March 16, 2008

Photo KIosks Photo Book in CVS Process Needs Work

Photo book at CVS works really well except for final construction by clerk of the album. Illustrates the entire process impacts the consumer and one flawed segment can negate the overall servicing of the customer.

Sloppy ending spoils CVS photo book --,0,7334766.story
Sloppy ending spoils CVS photo book

March 17, 2008

Occasionally, there is a major flaw in how well our consumer technologies work. Sadly, it's the human element.

Consider this tale of a great idea gone bad at the hands of a human in the last step of the process.

Pharmacy chain CVS recently started to offer a very cool product in its photo department, a $12.99 photo book that can be created, compiled and out the door within an hour. I made one last week, 4-year-old in tow, and the process is a snap.

Here's how it works:

We brought our digital camera to a local CVS. We went to the photo center and plopped down in front of a touch-screen photo kiosk. We selected the option to make a photo book. Then I took the SD memory card out of the camera, popped it in the kiosk and we started to make our book.

Many people remain wary of using an online photo service to order prints or make a product like a calendar or photo book. I do encourage people to try them because of the breadth of interesting products offered by sites such as Shutterfly, KodakGallery, Moo, Qoop and Snapfish. I recently reviewed these sites with very satisfactory results.

For the hesitant or time-pressed, CVS' in-store option for calendars, birthday cards and prints is a nice option. But the photo books need work.

Also, while the Kodak kiosks are fast and intuitive, they do have flaws.

I wanted to make a 6-by-8-inch photo book, which has a cutout cover so the book's first page doubles as the cover image. But the machine only offered the 4-by-6 and 8-by-10 sizes, even though a nearby poster touted the 6-by-8 format. So I made a 4-by-6 book and, inexplicably, when I finished and went to double-check the steps, the 6-by-8 photo book option was available.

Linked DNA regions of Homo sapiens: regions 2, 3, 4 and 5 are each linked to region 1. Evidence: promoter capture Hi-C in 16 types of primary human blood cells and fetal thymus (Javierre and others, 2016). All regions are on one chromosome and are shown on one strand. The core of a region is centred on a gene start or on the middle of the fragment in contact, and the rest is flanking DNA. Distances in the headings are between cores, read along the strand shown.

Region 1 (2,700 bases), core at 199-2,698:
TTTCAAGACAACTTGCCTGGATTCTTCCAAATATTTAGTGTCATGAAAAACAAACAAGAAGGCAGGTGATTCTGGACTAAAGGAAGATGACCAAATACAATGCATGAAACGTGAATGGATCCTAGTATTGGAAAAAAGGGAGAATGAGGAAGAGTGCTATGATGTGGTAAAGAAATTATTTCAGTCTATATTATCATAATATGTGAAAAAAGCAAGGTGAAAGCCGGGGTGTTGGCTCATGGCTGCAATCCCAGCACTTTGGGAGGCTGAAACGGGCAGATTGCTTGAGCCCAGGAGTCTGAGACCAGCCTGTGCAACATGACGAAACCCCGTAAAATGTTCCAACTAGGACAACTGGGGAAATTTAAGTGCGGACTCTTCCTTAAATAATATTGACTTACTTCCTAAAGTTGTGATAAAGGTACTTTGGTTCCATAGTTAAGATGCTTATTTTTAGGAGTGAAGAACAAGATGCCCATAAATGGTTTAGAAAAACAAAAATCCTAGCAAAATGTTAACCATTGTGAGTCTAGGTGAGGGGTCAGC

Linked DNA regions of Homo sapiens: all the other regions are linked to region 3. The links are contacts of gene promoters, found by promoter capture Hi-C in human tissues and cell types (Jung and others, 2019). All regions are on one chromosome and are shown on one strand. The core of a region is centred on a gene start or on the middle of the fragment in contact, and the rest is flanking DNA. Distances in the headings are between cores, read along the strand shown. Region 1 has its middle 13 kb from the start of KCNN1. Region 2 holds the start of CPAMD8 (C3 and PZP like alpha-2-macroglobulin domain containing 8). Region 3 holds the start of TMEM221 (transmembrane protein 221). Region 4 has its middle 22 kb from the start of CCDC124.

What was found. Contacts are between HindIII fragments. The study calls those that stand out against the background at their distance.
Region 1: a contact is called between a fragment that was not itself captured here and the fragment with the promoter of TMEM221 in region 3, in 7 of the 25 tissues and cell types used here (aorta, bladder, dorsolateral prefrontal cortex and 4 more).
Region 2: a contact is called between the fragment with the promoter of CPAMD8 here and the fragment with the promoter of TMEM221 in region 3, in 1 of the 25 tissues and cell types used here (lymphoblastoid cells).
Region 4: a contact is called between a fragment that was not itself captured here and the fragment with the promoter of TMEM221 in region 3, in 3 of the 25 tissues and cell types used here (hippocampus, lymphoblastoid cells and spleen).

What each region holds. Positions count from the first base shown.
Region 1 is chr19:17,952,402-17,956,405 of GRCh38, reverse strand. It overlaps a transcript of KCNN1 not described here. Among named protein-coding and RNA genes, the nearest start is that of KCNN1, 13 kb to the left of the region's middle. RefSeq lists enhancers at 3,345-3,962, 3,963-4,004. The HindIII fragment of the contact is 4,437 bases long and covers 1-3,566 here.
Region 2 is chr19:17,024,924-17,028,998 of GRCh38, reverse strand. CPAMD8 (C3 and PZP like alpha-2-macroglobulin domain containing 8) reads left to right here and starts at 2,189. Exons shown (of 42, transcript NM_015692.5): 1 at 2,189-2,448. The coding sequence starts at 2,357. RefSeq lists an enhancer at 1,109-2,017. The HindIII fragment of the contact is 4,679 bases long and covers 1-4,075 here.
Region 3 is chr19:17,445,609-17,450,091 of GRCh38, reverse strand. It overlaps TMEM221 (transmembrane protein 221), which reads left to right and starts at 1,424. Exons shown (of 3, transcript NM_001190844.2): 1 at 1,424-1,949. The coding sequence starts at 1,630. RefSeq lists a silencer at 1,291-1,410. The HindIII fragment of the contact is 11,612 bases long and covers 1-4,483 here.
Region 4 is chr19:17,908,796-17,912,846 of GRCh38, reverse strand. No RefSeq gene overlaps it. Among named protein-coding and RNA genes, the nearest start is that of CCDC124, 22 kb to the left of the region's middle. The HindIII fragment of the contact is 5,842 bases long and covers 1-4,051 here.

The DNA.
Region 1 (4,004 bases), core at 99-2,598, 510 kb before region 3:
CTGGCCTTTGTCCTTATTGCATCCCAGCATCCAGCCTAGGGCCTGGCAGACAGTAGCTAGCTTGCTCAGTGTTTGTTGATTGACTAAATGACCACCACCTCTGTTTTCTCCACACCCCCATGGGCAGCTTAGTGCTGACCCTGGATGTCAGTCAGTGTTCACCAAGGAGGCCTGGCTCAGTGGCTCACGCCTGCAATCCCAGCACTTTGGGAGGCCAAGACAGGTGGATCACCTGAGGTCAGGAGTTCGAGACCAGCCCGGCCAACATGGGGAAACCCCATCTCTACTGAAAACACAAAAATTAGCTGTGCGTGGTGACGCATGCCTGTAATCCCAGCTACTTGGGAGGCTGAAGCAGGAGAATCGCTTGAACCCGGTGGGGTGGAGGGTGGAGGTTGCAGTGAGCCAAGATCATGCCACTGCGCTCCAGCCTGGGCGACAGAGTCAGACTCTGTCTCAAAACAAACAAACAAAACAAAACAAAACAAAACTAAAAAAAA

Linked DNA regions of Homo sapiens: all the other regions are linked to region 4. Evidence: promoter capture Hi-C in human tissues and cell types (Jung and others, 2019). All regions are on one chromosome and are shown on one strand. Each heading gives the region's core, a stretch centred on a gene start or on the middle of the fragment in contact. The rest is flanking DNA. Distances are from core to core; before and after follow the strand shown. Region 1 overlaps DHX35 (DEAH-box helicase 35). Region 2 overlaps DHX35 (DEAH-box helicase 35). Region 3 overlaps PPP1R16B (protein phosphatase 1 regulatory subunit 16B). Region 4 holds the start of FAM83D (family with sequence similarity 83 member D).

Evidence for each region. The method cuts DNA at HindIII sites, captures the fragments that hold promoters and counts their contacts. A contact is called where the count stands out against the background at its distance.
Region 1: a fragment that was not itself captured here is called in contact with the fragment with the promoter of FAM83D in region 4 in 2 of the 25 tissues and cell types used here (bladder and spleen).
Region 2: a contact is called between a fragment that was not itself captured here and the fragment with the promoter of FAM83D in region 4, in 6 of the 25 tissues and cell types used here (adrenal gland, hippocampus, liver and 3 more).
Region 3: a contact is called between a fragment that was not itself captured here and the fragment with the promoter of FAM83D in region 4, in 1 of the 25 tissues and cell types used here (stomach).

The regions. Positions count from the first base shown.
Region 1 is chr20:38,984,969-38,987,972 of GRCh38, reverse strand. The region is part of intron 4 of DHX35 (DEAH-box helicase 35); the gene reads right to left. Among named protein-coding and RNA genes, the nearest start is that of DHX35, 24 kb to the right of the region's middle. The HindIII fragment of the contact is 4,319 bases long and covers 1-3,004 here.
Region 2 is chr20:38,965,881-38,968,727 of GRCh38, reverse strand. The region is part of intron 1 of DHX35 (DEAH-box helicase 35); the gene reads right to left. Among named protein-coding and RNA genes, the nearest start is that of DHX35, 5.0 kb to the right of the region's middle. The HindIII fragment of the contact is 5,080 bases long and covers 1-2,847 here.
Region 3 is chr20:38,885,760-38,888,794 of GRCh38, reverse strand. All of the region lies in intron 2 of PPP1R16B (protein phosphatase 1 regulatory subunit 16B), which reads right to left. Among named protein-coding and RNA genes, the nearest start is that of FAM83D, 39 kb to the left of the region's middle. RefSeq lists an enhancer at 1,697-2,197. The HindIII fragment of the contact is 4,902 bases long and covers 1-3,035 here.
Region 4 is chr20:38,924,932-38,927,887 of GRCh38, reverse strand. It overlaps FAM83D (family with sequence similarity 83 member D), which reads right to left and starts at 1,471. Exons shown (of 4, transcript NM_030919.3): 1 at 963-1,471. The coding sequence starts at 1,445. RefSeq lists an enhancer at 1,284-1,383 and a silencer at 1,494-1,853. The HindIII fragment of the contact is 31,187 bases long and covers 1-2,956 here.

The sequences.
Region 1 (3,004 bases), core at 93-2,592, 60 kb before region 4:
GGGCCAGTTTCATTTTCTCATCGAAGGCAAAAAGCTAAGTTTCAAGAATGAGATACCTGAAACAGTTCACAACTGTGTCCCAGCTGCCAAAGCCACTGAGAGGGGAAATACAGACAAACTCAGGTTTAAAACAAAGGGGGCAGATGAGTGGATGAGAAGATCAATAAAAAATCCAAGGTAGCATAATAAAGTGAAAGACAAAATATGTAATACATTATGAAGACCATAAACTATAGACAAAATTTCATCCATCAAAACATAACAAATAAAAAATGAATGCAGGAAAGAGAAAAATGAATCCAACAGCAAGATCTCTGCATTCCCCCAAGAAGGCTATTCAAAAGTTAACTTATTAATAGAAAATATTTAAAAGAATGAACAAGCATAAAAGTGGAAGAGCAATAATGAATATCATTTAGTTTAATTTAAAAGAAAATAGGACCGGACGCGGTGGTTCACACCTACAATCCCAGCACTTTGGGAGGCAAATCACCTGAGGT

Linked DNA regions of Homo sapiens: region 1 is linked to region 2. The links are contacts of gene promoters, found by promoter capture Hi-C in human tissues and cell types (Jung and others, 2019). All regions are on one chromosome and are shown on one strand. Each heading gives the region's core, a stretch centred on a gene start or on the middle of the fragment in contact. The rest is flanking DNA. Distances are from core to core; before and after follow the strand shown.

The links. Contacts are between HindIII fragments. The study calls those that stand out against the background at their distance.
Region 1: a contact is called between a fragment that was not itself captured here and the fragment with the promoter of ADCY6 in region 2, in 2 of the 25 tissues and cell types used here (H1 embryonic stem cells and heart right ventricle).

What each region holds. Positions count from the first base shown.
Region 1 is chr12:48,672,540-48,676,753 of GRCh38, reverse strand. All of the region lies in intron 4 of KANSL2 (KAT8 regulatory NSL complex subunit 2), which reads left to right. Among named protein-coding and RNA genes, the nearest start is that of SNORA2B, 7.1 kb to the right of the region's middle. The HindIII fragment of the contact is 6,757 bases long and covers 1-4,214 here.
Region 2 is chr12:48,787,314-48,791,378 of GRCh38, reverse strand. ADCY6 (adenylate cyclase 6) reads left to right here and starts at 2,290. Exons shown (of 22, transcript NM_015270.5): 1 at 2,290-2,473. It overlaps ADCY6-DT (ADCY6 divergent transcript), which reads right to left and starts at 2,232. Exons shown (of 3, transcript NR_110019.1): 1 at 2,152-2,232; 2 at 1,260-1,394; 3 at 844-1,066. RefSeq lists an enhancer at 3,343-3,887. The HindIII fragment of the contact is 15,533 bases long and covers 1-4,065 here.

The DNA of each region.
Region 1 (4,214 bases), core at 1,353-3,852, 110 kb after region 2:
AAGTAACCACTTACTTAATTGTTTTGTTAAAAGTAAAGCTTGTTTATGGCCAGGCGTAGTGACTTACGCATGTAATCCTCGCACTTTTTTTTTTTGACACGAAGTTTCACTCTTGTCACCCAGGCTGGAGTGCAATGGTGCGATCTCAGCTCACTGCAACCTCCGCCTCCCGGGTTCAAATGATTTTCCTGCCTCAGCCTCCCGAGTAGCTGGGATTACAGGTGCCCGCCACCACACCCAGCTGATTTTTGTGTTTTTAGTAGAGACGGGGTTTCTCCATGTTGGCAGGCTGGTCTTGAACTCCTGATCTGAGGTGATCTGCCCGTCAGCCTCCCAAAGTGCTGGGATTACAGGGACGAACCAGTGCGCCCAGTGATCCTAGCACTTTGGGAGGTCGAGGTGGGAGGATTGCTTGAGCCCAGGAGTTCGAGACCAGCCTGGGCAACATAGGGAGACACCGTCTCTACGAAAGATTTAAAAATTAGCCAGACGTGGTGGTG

The clerk couldn't explain this discrepancy, and I checked the kiosk repeatedly as I waited for her to put my book together. Like a 4-year-old, I kept starting and stopping the touch-screen program to see if the 6-by-8 book option would appear. Sometimes yes, sometimes no.

That annoyance aside, it was easy to design a book.

After selecting the book you want and putting in a memory card—several types of memory can be used—follow the on-screen instructions. Friendly voice commands help explain the choices if you get stuck.

Start with a theme
You pick a theme, such as travel, and several page options appear. There were enough to peruse but not too many to make you indecisive.

Then, one by one, you click on photos you want to add. You can do minor editing to each photo, such as cropping and image brightening, by the touch of a finger. If an error is made, it is easy to fix.

My son selected pictures, which was fun for both of us. He tapped on the ones he wanted and skipped ones he didn't like. He made fine choices. You can add text to each page and change the color, size and type location with your finger.

We were done creating our book in less than 30 minutes. We selected 21 images that were spread over 10 pages. Then the pages were printed, and the technician started to do her job: binding the book.

And that's where the process falls apart.

The photo book I brought home is so poorly constructed that it will not be put on the shelf next to the other photo books. I won't toss it, but I might pull it apart to use the pages as frame-worthy prints. The binding is so bad that the pages are practically falling out on their own.

I showed the photo book around for a second opinion.

My wife: "Can you return that?"

My editor: "They expect you to pay for this?"

My cube neighbor: "The sample is very nice."

Indeed, the sample CVS sent is very nice; that's why I tried the service.

Money-back guarantee
To be fair, I created a book at just one CVS, and 5,500 stores offer this nationwide. So odds are pretty high that there are more skilled technicians than the one who worked on my book.

Walgreens is testing a similar photo-book service in Wisconsin, but a spokeswoman said the chain has not decided on a national rollout.

In response to my poor experience, CVS said in a statement that "there is a 100 percent money-back guarantee on our new photo books to ensure customer satisfaction."

That's good, because an in-store photo book is a great idea. Creating it was simple, and I'd still recommend people give it a try.

Just hope the human who puts it together is as impressive as the technology.

Posted by staff at March 16, 2008 09:42 AM